Sue Ibrahim, Elan Medical Skin Clinic’s nurse consultant in dermatology, is keen to outline the facts about the acne drug Roaccutane – and to dispel some of the myths.
Roaccutane is a brand name for the oral drug Isotretinoin, which is closely related to vitamin A. Oral Isotretinoin works in a variety of ways, targeting several of the factors that cause acne and other skin conditions including the production of sebum (an oily substance produced by the skin) and the production of keratin (outer scales of skin) that block the pores of the hair follicle and cause acne.
Due to ongoing concerns, a review of psychiatric reactions was carried out in 2014, which considered all available evidence from published literature and individual case reports. Conflicting study results and limitations in the data determined it was not possible to identify a clear biological mechanism by which Isotretinoin would cause psychiatric disorders.
Acne itself is associated with psychiatric disorders and the age that many patients take isotretinoin is also the age that some psychiatric disorders are commonly diagnosed. However, patients on Roaccutane require careful monitoring, which should include monthly blood tests and close supervision regarding low mood. The drug is now generally prescribed at a lower dose for a longer period of time.
Who can prescribe it?
Roaccutane Isotretinoin is licensed in the UK and commonly used to treat moderate and severe acne, often where there is risk of scarring. Your dermatologist may occasionally use Roaccutane to treat other skin conditions such as hidradenitis suppurativa and rosacea. In the UK Roaccutane may only be prescribed if you are under the care of a consultant dermatologist.
Will Roaccutane cure my acne?
A large proportion of patients (about 9 out of 10) see a significant improvement in their acne with a single 16 to 24 week course of Roaccutane, although during the first few weeks of treatment the acne may worsen before it starts to improve.
A small number of patients continue to have milder, although improved, acne following Isotretinoin that can be controlled with conventional therapies, such as antibiotics. Others may relapse after stopping treatment with Roaccutane, and occasionally, a prolonged or second course of treatment is required.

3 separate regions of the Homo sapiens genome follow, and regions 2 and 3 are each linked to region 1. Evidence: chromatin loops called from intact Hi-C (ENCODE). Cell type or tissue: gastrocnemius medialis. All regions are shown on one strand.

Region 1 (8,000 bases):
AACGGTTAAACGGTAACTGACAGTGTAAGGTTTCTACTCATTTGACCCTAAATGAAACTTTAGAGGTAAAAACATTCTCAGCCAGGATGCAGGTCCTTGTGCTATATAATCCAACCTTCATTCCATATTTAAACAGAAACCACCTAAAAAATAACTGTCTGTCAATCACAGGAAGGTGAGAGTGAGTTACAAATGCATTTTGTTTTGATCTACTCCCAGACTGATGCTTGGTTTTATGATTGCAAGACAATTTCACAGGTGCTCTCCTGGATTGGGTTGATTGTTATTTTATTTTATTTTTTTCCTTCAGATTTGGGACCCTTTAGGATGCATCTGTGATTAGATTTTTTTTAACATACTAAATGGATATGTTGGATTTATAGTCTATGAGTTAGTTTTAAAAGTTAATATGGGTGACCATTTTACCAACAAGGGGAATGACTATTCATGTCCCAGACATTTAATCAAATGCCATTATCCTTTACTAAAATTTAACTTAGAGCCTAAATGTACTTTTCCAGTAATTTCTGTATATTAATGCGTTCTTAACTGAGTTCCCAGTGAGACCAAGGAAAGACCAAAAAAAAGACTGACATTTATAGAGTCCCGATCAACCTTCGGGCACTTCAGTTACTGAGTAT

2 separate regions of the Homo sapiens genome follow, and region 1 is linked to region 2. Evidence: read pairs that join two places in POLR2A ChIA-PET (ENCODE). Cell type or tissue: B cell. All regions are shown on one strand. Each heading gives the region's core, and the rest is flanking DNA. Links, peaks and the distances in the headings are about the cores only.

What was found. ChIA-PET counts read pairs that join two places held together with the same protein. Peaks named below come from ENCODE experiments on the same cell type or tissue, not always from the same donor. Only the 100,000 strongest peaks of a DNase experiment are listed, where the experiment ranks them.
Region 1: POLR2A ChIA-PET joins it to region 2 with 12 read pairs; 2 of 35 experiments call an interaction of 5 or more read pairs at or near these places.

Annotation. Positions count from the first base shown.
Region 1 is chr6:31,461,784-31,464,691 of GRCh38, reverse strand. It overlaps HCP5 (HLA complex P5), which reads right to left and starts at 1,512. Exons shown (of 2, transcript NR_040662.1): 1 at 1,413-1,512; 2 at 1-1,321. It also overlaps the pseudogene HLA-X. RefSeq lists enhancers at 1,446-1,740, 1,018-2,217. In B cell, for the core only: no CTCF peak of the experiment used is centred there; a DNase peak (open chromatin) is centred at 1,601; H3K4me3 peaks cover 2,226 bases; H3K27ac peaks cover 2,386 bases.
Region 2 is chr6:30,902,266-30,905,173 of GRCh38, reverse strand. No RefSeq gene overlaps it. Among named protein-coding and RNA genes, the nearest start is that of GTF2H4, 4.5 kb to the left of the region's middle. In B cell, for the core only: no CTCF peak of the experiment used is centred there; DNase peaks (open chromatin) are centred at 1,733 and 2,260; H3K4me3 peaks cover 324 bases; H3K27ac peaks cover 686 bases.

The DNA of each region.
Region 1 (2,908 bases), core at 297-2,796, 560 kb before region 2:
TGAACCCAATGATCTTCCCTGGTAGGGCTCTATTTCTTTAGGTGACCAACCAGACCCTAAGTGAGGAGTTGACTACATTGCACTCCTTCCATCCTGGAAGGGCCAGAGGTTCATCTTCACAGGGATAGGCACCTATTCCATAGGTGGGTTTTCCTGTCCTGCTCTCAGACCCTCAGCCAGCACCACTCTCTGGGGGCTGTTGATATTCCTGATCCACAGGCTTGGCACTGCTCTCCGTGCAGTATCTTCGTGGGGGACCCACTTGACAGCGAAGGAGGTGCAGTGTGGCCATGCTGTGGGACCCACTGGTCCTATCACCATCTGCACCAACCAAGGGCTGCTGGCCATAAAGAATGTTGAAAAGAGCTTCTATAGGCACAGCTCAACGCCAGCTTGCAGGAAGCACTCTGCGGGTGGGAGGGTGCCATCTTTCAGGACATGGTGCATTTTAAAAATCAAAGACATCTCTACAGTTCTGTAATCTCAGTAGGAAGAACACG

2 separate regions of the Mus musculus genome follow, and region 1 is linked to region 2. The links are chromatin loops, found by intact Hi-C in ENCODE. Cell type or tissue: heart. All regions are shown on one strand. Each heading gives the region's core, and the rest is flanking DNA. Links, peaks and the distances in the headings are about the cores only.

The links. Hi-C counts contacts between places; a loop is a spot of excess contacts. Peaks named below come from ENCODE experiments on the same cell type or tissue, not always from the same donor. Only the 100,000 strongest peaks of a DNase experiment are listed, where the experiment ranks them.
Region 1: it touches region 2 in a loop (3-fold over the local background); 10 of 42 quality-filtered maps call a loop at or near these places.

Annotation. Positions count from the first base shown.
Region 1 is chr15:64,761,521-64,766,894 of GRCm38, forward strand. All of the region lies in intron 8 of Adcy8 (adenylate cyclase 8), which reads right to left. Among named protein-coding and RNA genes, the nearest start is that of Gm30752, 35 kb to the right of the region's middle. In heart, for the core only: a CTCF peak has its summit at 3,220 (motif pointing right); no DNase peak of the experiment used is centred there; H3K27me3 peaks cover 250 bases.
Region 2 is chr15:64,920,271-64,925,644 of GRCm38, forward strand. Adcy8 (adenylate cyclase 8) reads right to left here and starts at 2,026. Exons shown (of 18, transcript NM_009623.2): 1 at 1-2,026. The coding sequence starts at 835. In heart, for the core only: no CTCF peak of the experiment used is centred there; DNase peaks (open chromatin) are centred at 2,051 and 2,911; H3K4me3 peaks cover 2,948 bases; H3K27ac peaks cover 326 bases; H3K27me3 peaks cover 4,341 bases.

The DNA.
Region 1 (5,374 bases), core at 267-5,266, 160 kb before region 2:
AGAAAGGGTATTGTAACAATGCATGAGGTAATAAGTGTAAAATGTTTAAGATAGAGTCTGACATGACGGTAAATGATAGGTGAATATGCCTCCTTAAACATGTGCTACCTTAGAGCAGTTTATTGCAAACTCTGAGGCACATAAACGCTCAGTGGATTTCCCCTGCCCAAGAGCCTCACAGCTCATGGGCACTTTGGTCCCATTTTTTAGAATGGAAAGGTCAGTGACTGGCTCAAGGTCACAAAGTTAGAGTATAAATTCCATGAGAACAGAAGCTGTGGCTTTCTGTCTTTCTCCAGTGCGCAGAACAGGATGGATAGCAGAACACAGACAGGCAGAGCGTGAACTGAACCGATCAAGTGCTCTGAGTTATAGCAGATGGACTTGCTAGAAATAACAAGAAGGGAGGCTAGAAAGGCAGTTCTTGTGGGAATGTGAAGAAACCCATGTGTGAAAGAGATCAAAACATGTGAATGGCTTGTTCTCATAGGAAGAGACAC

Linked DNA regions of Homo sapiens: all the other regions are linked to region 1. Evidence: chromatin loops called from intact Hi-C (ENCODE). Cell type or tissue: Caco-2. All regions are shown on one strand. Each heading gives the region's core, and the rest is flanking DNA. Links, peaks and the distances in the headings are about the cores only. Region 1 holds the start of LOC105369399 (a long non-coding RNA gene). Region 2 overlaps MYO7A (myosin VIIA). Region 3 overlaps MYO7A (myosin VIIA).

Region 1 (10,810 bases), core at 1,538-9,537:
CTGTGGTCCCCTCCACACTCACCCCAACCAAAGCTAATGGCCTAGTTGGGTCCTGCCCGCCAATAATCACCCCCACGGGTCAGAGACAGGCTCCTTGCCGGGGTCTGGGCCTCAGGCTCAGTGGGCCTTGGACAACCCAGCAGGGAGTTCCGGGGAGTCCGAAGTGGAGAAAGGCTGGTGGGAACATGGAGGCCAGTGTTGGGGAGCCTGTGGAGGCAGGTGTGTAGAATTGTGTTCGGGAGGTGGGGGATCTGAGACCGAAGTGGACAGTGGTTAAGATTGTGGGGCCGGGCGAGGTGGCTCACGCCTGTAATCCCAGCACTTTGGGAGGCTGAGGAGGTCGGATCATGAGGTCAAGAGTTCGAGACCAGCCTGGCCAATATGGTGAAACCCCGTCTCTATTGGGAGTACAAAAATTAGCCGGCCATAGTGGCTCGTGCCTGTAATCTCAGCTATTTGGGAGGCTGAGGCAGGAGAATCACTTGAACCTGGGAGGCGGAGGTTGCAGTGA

Who can’t have it?
According to Government guidelines, the following people should not receive treatment with Roaccutane:
- children aged 12 years or younger
- women who are, or who might be, pregnant (please download the leaflet below)
- women who are breast-feeding
- people with impaired liver function
- those with high levels of fat in their blood
- people with hypervitaminosis A – the presence of too much vitamin A in the body, symptoms of which include:
- skin changes
- hair loss
- stomach ache
Isotretinoin should be used with caution in people with:
- a history of depression
- dry-eye syndrome
- impaired kidney function
- people who are allergic to peanuts, soya, or the sugar sorbitol as some brands of Isotretinoin may contain these ingredients
What are the rare side effects of Isotretinoin?
More serious side effects may occur although these are fortunately rare. Isotretinoin can lead to changes in mood and/or behaviour and less commonly, unusual experiences including thoughts of self-harm and suicide. There have also been reports of patients attempting suicide.
If you have ever had low mood, suicidal ideas or any other mental health problem, please discuss this with your doctor before starting treatment. If you have a history of depression your dermatologist may ask a psychiatrist to see you before starting Roaccutane to determine if it is safe for you to take.
For more information, please read the leaflet attached below that has been produced by the British Association of Dermatologists or contact Sue Ibrahim.